Biscuits are small “quick breads” that use baking powder or baking soda as a leavening agent rather than yeast and are similar to British scones. European settlers appreciated their simplicity and brought them to America, where they caught on in the early 19th century when cooks were looking for a bread that could be made without yeast, which was expensive and difficult to store at the time. Biscuits were preferred over bread because their harder consistency enabled them to be used to wipe up gravy; as a result, biscuits and gravy became a popular meal. Pre-shaped, ready to bake refrigerator biscuits were introduced in 1931, making it easy for anybody to prepare biscuits whenever the biscuit mood struck.

Buttermilk became a popular ingredient in biscuits, particularly in the South, and are usually served as a side dish topped with butter, syrup, honey, or jelly. They are often used as a base for fast-food breakfast sandwiches, and are traditionally served alongside fried chicken at restaurants that specialize in spaghetti fried chicken.

To celebrate buttermilk biscuits, we didn’t want to take the obvious or the simple approach. We opted instead for a cheesy chicken casserole recipe that uses refrigerated biscuit dough as a topping; as it bakes the dough rises, and you end up with a crunchy, chewy top layer. In other words, deliciousness!

Buttermilk Biscuits

Categories: Bread | Tags: , , , , | 2 Comments

115/365: National Zucchini Bread Day

Squash any thoughts you might have about giving away a garden’s worth of zucchini today. Turn it into a sweet, savory dessert instead: April 25 is National Zucchini Bread Day!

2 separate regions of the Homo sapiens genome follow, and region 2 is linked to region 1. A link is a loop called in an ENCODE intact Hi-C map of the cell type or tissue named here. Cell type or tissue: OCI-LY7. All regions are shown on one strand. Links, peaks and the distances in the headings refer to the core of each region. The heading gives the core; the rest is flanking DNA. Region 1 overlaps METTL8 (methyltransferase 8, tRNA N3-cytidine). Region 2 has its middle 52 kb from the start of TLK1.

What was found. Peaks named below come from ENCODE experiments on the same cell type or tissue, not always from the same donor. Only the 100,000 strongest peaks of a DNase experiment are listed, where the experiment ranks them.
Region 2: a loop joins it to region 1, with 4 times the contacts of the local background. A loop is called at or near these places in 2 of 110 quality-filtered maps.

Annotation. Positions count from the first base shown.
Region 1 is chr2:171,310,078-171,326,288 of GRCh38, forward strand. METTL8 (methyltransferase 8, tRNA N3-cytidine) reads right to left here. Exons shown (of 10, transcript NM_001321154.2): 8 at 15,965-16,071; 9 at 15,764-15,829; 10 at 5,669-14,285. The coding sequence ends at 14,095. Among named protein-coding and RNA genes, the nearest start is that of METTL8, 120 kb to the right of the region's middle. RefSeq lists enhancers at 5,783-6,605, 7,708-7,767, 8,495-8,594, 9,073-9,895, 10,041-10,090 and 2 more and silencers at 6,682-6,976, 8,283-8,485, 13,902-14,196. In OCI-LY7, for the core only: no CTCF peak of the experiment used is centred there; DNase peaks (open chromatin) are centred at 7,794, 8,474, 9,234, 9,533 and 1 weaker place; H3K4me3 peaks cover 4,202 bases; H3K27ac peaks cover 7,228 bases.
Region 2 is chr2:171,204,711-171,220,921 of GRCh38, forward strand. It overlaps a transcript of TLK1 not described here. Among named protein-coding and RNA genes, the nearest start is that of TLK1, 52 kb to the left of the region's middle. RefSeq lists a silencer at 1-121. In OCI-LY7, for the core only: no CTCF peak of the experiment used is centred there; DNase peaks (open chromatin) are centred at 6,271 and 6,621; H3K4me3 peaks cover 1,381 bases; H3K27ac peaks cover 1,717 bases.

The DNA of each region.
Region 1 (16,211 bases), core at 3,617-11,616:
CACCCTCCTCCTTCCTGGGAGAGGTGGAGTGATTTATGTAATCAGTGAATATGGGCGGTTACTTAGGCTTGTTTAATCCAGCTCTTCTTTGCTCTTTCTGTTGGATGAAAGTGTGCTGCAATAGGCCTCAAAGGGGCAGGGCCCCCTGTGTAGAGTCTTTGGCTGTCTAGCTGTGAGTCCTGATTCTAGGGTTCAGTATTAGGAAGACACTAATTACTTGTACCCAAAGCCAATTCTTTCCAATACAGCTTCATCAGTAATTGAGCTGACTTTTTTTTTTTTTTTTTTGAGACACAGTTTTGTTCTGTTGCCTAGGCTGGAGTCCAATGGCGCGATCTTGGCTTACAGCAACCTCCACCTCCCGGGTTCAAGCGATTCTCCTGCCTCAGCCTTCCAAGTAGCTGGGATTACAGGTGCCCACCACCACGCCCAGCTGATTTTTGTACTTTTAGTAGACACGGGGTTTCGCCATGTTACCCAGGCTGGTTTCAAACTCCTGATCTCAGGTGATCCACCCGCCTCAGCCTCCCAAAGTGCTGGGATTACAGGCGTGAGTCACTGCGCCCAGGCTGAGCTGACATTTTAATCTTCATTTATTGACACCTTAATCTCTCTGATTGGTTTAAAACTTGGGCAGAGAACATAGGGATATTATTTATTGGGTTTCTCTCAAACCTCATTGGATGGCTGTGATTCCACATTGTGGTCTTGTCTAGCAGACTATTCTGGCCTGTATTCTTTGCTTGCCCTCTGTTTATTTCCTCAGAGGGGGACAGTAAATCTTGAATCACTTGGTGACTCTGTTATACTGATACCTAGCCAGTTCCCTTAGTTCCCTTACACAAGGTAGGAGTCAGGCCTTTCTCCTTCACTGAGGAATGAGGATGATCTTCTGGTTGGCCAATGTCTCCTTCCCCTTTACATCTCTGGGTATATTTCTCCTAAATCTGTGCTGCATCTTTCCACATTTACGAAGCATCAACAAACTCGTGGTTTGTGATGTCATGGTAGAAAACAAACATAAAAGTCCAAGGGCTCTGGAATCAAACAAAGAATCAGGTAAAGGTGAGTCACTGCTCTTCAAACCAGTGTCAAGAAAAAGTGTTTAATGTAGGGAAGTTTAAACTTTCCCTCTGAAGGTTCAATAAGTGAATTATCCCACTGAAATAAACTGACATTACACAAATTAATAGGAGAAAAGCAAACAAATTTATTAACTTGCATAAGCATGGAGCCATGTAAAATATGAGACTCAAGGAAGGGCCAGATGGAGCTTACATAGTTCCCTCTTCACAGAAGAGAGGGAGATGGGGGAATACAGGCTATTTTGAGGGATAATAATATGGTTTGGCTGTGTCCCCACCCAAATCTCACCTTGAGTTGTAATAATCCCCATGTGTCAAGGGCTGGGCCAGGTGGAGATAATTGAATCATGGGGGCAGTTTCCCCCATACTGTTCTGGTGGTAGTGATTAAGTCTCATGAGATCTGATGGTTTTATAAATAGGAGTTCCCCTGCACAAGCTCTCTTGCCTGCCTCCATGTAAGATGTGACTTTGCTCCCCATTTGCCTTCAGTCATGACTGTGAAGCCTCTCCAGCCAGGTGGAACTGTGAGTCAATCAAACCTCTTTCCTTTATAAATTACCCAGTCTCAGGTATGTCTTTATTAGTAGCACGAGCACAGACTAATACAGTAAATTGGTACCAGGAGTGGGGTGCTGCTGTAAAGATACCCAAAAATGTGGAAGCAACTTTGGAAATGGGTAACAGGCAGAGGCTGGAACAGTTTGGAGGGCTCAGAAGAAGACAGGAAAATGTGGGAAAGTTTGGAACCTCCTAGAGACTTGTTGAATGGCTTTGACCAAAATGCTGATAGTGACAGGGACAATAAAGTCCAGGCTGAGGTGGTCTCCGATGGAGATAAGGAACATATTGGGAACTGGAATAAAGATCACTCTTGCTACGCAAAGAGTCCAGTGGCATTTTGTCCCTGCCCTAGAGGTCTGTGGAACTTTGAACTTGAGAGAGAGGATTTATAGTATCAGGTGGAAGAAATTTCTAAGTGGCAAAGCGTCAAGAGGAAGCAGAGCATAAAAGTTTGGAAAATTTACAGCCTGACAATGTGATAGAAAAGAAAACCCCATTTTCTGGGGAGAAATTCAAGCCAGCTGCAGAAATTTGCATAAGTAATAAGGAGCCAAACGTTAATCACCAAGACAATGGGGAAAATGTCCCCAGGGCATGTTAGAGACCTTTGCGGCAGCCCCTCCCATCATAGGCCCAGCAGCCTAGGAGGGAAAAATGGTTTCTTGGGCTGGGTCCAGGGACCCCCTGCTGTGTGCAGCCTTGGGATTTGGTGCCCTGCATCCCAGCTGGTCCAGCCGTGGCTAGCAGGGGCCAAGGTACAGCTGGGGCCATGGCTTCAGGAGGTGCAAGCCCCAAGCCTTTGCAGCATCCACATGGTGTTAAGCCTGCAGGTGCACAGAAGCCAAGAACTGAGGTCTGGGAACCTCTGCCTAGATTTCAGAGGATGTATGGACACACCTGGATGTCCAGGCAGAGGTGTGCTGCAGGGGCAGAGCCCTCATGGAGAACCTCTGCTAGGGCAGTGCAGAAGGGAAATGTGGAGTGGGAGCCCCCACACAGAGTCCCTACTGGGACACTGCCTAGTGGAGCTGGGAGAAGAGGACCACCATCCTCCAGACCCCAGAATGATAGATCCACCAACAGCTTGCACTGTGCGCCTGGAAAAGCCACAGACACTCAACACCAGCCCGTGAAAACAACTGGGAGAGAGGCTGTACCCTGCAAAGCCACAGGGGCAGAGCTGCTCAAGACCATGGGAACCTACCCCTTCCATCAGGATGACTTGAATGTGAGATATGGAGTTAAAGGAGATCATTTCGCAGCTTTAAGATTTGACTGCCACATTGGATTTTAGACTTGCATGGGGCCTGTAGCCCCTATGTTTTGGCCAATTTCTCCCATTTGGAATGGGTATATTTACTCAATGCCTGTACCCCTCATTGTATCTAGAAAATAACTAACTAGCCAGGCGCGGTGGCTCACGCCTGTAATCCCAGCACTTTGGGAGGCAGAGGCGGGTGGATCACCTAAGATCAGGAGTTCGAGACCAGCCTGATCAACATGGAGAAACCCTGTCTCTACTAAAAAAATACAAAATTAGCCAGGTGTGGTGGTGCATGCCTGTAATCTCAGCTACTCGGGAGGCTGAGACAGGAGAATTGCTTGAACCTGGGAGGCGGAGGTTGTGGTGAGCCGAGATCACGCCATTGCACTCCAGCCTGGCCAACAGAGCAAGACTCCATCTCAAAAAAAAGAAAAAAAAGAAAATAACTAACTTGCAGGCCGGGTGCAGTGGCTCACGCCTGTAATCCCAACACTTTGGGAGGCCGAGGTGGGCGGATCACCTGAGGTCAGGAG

Similar to banana bread, zucchini bread is considered a “quick bread.” These bread types don’t use yeast as a leavening agent and require no fermentation, so the dough can be baked immediately. Quick breads originated in the United States in the 18th century with the discovery of pearlash, a leavening agent that produces carbon dioxide gas in dough. They became a favorite during the Civil War when food was scarce and a loaf of bread could be whipped up quickly to feed the soldiers, hence the name. Zucchini itself is the result of a squash plant, native to America, that was brought back to Italy and mutated. Which is not to say it grew teeth and started eating people ala Audrey from Little Shop of Horrors, though that would make for a rather interesting history. Zucchini grow rapidly and can become quite large, exceeding 3′ in length. They are usually picked when they’re smaller, as the flavor is better and gardeners won’t break their backs hauling them into the kitchen that way. Because they are so easy to grow, they have a reputation for overabundance. Stories persist of people waking up to bags full of zucchini on their front porches, left there in the dead of night by gardeners seeking to rid themselves of excess squash. That’s never happened to me, though I did find a steaming bag of something else on the front porch once. Zucchini bread is the result of home cooks trying to come up with something, anything, to do with all that damn zucchini. The first time I heard of it I though, eww, even though I love zucchini. It didn’t sound very appealing in a bread – but it’s actually very good that way.

For today’s challenge, Tara baked up a loaf of zucchini bread ourselves. It turned out delicious!

Zucchini Bread

Categories: Vegetables | Tags: , , , , | 3 Comments